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Artist Development Grants Support Digital Pivot for Pandemic

A visitor to the Brattleboro Museum & Arts Center contributes to the Ask the River exhibit. Photo by Michelle Frehsee.

A visitor to the Brattleboro Museum & Arts Center contributes to the Ask the River exhibit. Photo by Michelle Frehsee.

November 20, 2020

Posted By: Desmond Peeples

During the Covid-19 pandemic, artists everywhere are discovering that the viability of their creative business depends on delivering their work digitally. In early August, the Council announced a special round of Artist Development Grants intended to help artists adapt and respond to the Covid-19 pandemic. Created to support the pursuit of professional development opportunities, the ADG program has traditionally helped artists pay for attendance at workshops and residencies, supplies, marketing services, and other projects that “enhance the viability” of a creative business or practice.

Since announcing the special round, the Council has awarded 31 grants to artists in nine counties, and of them 19 supported an artist’s “digital pivot” in some way. These include nine website launches or redesigns, six purchases of equipment or services for digital media, and four online courses or digital media consultations. Of the artists receiving these awards, six of them are teaching artists working in Vermont schools through our Artists in Schools program.

Weaver and public installation artist Elizabeth Billings of Tunbridge received funding for an online Yestermorrow class to help her learn SketchUp, a 3D modeling computer program.

Cyanotype banners from the "Ask the River" project in motion
Cyanotype banners from the “Ask the River” project in motion outdoors this summer. Photo by Evie Lovett.

“In applying for new work and with all communication online, being able to visually and imaginably articulate ideas in ways that beautifully display on a computer screen becomes essential,” said Billings.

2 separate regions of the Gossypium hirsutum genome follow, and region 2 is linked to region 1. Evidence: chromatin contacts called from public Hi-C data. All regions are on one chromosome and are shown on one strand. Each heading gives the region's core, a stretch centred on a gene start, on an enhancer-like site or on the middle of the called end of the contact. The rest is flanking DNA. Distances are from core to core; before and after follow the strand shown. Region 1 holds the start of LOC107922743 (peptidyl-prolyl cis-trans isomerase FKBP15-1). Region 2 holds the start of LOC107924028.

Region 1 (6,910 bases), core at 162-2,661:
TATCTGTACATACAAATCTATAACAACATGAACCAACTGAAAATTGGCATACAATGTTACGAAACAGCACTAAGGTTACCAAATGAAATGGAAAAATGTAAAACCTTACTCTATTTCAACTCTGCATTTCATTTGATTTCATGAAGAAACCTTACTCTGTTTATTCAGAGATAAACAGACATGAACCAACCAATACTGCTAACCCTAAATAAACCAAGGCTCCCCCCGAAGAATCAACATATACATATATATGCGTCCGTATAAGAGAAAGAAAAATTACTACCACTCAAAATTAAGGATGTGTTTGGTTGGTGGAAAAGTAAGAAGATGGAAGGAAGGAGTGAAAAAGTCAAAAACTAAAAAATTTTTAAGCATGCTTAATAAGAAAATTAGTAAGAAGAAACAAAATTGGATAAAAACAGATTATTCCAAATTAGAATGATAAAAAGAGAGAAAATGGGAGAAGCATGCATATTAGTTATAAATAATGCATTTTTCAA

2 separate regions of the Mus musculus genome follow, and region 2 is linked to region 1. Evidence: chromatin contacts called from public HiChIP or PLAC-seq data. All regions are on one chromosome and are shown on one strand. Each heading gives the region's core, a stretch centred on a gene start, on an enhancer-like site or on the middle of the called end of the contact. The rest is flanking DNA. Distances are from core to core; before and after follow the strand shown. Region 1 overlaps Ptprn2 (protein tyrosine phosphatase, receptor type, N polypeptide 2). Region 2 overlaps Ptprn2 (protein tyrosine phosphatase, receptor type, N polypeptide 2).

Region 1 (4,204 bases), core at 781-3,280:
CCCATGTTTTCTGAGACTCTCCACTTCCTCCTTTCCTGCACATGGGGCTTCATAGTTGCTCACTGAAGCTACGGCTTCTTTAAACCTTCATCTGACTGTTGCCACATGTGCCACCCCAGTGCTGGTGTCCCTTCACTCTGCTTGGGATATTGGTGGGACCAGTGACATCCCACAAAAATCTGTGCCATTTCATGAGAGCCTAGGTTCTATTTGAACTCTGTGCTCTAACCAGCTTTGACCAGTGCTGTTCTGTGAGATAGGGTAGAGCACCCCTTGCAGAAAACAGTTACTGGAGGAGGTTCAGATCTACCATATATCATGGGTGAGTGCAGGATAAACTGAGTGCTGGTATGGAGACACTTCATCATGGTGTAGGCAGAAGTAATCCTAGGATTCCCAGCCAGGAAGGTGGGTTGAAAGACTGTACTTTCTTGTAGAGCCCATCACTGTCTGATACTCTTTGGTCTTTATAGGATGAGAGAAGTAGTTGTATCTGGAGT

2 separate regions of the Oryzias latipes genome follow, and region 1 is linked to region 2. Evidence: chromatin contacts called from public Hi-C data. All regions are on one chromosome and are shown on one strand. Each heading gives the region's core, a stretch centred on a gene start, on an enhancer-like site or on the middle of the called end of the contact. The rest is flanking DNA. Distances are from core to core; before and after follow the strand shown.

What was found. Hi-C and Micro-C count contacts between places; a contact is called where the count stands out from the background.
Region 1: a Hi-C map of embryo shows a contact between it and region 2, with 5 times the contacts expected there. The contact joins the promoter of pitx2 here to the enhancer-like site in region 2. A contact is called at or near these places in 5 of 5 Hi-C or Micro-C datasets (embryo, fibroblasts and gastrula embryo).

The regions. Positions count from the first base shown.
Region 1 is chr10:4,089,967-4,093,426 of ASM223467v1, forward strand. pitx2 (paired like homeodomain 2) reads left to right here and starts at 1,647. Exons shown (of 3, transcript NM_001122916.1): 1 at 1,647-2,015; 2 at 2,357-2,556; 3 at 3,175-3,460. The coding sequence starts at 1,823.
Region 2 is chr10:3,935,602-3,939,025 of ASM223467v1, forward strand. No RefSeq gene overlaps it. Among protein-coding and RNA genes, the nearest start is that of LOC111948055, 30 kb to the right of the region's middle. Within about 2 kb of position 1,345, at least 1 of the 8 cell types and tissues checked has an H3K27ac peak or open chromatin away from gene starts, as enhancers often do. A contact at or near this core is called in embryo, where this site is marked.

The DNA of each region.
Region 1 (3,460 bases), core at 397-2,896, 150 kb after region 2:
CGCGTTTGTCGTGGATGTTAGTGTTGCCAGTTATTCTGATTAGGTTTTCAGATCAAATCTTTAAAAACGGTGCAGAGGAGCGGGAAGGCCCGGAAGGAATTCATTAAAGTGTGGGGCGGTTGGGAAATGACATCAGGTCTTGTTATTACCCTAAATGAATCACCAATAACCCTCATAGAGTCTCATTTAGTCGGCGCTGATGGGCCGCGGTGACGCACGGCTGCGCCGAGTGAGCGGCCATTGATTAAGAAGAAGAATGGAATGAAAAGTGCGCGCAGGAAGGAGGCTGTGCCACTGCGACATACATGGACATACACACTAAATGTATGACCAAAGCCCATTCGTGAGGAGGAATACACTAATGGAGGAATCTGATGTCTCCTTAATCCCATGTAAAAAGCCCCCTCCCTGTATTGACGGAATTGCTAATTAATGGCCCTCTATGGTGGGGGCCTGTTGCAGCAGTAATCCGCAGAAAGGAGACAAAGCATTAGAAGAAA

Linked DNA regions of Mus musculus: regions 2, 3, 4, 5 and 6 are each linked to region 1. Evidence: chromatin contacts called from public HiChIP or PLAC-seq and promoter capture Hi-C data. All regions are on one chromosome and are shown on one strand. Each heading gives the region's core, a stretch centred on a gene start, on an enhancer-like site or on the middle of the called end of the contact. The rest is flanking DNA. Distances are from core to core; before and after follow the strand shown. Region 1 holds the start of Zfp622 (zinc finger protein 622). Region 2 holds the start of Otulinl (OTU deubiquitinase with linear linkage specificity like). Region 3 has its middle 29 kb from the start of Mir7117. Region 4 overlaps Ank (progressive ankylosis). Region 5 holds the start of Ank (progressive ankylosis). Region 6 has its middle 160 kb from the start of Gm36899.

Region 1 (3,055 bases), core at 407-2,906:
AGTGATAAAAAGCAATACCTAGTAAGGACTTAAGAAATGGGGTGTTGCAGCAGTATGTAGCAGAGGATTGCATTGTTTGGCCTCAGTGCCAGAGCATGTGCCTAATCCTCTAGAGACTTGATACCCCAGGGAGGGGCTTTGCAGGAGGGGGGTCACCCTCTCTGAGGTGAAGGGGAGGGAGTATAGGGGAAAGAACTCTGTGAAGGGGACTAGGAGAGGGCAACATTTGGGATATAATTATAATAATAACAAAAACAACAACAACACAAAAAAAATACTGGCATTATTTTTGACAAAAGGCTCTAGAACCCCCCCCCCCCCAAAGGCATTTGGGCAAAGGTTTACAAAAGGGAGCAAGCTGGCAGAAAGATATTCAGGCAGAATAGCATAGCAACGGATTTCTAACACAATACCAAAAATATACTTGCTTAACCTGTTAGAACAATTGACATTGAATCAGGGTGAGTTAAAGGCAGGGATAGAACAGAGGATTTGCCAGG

Billings has worked to adapt other projects since the pandemic began. Her “Ask the River” project in Brattleboro, created in collaboration with Andrea Wasserman and Evie Lovett, features large cyanotype banners mimicking the movement of the Connecticut River and cyanotype postcards created by the community. The project had an exhibit at the Brattleboro Museum & Art Center in mid-February. Over the summer the artists worked with choreographers to re-create the banners in a socially distanced way. A virtual aspect took place in the fall with the final banner performance scheduled for the summer of 2021 in both Brattleboro and Montpelier.

The Putney Crafts Tour website.

Glass artist John Burch of Putney applied on behalf of the Putney Crafts Tour, a group of 20 craftsmen in southern Vermont. Burch received funding for a website redesign so that the 2020 Tour could go fully virtual.

“We were forced to change from being a yearly event where thousands of visitors come to enjoy the magic of different art and crafts being created, to being a virtual online event which hopefully can have the same effect,” said Burch. “The tour has a huge following numbering in the thousands and also brings a significant amount of revenue to our area including restaurants, bed and breakfasts, and other businesses.”

The Putney Crafts Tour website is now live and ready for the virtual tour scheduled for Nov. 27-29. Artists will offer video demonstrations, personal shopping experiences, and studio visits via Zoom.

Another round of Artist Development grants is open, and artists adapting their work for Covid-19 are encouraged to apply. The deadline is Monday, Jan. 11. Learn more and apply at vermontartscouncil.org/artistdevelopment.

Tags: Artist Development Grants, Artists in Schools, Brattleboro, COVID-19, Elizabeth Billings, professional development, Putney, Putney Crafts Tour, teaching artists


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